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Scared. Reception DD just been referred for SEN

(21 Posts)
SoddingCupcakes Thu 06-Nov-14 09:05:26

Was called in to meet the teacher for a 'progress report'. I thought it was going to be a regular parent-teacher meeting. Nope. They tell us our DD (summer baby) has the following 'difficulties':

1. Limited vocabulary communication with adults and peers.
2. Attention, particularly in large groups.
3. Working independently.
4. Self-care skills.

Her limited vocab is absolute news to us! As for the other things, we just put them down to her being one of the youngest in the class sad

So, what diagnosis would you give based on these? What 'label' would you use?

I'm feeling tearful, scared, deflated. I literally just returned to work after 4 years as a SAHM so am feeling insecure at to whether this is a sign of my poor parenting.

R4roger Thu 06-Nov-14 09:10:31

aw, how old is she? Just 4?
and what are they going to do at school to help?

SoddingCupcakes Thu 06-Nov-14 09:21:13

She's just 4 yes (July birthday).

They've made an action plan and are getting a 'speech and language' specialist in.

Flexibilityisaghost Thu 06-Nov-14 09:22:52

That must have been a shock for you, but it is absolutely not a reflection on your parenting. It may not be anything more than what you thought, that she is younger than a lot of her classmates, and needs a bit of help to keep up while she settles in. Try to look on it positively, the school have identified that she needs a bit of extra help, and are going to make sure she gets it. Re the limited vocab, is it possible that she has been a bit shy at school, so they have not seen much of her vocabulary being used? All the other bits do sound like they could be down to her age.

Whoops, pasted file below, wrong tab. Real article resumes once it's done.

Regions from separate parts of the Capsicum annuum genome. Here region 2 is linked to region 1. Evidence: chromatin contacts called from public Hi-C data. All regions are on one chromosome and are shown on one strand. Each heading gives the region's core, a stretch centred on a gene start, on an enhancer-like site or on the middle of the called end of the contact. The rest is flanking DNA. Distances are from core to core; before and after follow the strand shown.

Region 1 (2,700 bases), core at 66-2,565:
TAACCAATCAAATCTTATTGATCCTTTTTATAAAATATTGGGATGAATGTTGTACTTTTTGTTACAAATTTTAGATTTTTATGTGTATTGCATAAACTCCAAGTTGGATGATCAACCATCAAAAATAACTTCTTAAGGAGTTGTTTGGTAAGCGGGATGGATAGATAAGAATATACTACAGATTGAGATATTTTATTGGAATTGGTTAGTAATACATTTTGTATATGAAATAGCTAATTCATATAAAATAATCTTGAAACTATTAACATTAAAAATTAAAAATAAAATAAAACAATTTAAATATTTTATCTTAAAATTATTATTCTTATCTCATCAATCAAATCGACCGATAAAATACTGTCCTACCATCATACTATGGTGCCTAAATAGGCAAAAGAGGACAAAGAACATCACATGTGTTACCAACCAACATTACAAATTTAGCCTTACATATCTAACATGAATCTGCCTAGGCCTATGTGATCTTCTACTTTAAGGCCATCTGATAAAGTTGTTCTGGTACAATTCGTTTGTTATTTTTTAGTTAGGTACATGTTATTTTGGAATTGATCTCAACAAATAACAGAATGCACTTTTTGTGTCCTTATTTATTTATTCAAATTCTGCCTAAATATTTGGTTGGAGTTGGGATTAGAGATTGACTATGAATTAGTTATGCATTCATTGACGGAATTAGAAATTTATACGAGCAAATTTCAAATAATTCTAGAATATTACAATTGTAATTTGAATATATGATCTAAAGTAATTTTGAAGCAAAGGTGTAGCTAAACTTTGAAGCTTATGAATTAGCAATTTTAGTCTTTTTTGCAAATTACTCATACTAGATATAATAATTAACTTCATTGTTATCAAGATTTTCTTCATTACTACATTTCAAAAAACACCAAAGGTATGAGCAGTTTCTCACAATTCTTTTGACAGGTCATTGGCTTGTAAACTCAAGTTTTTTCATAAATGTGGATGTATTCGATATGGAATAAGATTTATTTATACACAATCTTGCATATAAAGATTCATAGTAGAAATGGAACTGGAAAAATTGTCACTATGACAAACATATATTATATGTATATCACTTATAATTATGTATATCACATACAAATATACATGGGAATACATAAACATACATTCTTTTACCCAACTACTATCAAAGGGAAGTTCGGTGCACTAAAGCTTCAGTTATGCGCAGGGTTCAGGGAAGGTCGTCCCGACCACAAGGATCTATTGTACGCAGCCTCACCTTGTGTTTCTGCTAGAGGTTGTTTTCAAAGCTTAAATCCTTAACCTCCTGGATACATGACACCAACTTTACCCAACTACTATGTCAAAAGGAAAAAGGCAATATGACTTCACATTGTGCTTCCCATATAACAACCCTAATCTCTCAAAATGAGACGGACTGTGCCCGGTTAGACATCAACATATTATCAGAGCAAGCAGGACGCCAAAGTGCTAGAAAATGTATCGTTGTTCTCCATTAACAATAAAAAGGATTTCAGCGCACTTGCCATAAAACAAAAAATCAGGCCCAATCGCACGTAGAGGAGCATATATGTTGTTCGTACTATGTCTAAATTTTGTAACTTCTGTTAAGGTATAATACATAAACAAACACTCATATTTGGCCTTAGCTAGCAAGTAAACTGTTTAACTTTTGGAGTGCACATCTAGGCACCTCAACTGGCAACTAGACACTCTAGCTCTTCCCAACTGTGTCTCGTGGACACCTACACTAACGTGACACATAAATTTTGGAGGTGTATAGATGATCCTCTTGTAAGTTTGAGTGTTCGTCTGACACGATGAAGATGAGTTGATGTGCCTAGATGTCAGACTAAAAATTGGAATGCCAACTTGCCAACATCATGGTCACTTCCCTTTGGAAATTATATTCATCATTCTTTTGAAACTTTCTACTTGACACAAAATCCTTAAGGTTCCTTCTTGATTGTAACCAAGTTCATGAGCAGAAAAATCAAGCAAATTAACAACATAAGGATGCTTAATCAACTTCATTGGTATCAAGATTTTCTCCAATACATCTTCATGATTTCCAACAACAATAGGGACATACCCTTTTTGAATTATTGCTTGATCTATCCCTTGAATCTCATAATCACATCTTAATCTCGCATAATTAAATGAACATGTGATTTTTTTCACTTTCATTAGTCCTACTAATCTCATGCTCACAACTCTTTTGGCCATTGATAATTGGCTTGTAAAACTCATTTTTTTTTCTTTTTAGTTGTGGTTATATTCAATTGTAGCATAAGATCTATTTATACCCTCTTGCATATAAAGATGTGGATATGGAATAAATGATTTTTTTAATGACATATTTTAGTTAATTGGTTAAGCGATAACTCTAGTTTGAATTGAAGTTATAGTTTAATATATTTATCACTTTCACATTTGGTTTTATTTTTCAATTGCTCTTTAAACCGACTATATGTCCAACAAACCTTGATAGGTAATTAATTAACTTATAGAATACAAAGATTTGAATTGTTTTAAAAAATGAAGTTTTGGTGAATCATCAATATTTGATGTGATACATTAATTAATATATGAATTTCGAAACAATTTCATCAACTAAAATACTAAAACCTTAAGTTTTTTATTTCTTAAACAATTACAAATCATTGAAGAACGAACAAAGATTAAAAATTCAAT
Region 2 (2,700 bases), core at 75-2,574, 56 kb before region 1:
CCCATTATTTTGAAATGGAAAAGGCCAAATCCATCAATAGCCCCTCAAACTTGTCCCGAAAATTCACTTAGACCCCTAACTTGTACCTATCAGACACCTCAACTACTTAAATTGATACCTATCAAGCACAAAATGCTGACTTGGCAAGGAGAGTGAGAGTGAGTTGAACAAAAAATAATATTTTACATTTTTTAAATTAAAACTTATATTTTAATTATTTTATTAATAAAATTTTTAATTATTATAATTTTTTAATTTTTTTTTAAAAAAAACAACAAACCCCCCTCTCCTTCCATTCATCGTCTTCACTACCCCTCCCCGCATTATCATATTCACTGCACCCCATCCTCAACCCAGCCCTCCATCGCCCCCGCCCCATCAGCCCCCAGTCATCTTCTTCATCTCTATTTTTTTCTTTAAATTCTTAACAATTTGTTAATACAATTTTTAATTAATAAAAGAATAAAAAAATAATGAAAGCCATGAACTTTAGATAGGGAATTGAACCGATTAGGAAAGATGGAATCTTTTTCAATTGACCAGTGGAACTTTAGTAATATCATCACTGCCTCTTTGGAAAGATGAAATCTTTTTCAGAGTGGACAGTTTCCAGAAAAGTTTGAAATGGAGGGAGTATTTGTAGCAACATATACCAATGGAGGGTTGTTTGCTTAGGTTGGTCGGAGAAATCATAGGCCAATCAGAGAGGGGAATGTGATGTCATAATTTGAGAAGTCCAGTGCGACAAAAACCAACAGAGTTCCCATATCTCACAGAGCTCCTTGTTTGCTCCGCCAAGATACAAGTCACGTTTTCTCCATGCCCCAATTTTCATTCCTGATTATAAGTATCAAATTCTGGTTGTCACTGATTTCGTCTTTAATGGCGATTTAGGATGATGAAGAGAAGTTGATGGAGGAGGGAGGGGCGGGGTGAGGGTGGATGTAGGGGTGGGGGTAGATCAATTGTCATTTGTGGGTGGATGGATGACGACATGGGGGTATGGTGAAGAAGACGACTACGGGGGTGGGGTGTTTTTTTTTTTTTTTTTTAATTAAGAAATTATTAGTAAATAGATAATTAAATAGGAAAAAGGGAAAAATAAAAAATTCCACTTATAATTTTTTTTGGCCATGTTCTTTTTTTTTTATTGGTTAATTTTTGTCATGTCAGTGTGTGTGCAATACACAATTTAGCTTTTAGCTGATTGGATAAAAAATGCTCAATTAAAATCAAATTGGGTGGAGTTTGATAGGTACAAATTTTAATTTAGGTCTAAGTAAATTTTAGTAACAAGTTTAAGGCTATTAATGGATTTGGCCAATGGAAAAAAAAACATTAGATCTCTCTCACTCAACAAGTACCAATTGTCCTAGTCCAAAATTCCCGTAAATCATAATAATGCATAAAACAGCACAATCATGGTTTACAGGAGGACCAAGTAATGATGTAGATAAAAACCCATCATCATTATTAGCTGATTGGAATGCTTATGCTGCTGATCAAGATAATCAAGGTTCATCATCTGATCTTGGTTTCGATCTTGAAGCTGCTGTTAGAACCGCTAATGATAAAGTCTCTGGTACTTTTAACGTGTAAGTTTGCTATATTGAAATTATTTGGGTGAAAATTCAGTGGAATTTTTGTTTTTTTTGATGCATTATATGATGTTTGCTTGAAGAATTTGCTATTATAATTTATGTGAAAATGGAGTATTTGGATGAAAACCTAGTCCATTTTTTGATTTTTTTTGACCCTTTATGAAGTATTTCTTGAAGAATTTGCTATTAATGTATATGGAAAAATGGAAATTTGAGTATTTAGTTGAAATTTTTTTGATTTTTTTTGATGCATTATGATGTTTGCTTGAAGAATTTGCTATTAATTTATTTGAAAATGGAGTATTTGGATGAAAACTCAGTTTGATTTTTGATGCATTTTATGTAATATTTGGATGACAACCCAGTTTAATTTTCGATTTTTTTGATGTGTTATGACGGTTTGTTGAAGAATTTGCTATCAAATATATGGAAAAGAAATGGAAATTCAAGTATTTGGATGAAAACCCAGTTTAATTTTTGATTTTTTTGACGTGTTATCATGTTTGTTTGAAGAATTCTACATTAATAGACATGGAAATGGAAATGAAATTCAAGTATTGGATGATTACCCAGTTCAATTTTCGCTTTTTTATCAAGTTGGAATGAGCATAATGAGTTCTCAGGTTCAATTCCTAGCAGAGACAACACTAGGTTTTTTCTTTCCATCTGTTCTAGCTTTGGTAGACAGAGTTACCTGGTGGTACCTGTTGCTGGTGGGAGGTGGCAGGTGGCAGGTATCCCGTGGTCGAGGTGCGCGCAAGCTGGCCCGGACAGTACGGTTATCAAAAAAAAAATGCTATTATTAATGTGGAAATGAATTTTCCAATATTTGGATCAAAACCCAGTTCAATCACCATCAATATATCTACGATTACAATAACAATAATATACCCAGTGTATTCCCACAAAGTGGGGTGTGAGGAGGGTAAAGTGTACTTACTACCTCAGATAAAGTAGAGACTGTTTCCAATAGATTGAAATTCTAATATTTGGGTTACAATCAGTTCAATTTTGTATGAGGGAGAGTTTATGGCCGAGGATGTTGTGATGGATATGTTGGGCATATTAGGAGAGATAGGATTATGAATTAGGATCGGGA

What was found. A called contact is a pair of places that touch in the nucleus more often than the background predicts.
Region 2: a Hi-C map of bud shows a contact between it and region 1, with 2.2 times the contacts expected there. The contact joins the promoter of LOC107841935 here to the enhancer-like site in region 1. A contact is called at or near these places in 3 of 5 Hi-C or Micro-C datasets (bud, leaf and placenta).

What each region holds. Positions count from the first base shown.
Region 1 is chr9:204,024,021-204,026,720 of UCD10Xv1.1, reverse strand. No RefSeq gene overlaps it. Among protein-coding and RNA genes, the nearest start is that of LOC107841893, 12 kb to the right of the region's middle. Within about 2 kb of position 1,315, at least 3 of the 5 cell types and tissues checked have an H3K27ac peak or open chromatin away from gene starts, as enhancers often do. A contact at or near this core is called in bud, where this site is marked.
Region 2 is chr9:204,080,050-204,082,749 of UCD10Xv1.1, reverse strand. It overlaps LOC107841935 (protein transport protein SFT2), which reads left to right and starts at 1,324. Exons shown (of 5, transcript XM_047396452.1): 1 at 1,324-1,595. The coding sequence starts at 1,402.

TreaterAnita Thu 06-Nov-14 09:28:53

Has she had her hearing checked OP? The first 2 difficulties (and actually the other 2 as well if she's not hearing instructions) could be due to a hearing loss. Have you noticed/the teacher said that she's making some progress in other areas, eg reading and maths?

R4roger Thu 06-Nov-14 09:31:44

What did her nursery say?

SoddingCupcakes Thu 06-Nov-14 10:15:50

Thanks everyone for your replies. This is my first-born so I feel out of my depth.

is it possible that she has been a bit shy at school, so they have not seen much of her vocabulary being used?

Absolutely. She never stops talking at home. The vocab concern was the biggest surprise for us.

TreaterAnita Yes she's doing very well in maths. That's her strong point. The school recently made her star of the week for her maths. I'd say her reading is pretty bog-standard normal.

R4roger her nursery never had any concerns, but to be fair, in hindsight they were a poor nursery.

LingDiLong Thu 06-Nov-14 10:22:01

That must be a real shock. I have to be honest, I would have thought being limited in all of those areas would be kind of normal for a just turned 4 year old?! I mean how independent do they expect her to be? Do they mean that she can't wipe her bum for example or that she is unable to even go to the toilet independently at all? I'd want some specific example of what she is struggling with and what they feel is appropriate for her age - if nothing else so you can perhaps focus on them at home.

She can only benefit from the extra attention at school though and if it is indeed just an age thing she'll soon catch up.

capsium Thu 06-Nov-14 10:23:55

I would give them as much information as you can about how she is away from the school setting. Language, concentration skills, self care skills and what you can leave her to do by herself (how often you have to check on her when she is dressing, for example, or can you leave her to tidy some toys away).

It may be, as you say that she has been a bit overwhelmed starting school and is shy. See how you think she measures against the EYFS profile, here:

https://www.gov.uk/government/uploads/system/uploads/attachment_data/file/301256/2014_EYFS_handbook.pdf

It is impossible to give a label, at this stage with the information, they have given you (which sounds quite vague).

Floggingmolly Thu 06-Nov-14 10:26:46

They'll probably just put her in a nurture group for a while, until she comes on a bit. It doesn't necessarily mean ongoing SEN per se; she'll by no means be the only one in the class.

molesbreath Thu 06-Nov-14 10:32:58

Aw poor you.

So your little DD has been at her first school all of 6 weeks or so ?

I think its far too early days for her to have found her feet. She's got plenty of time to grow and blossom.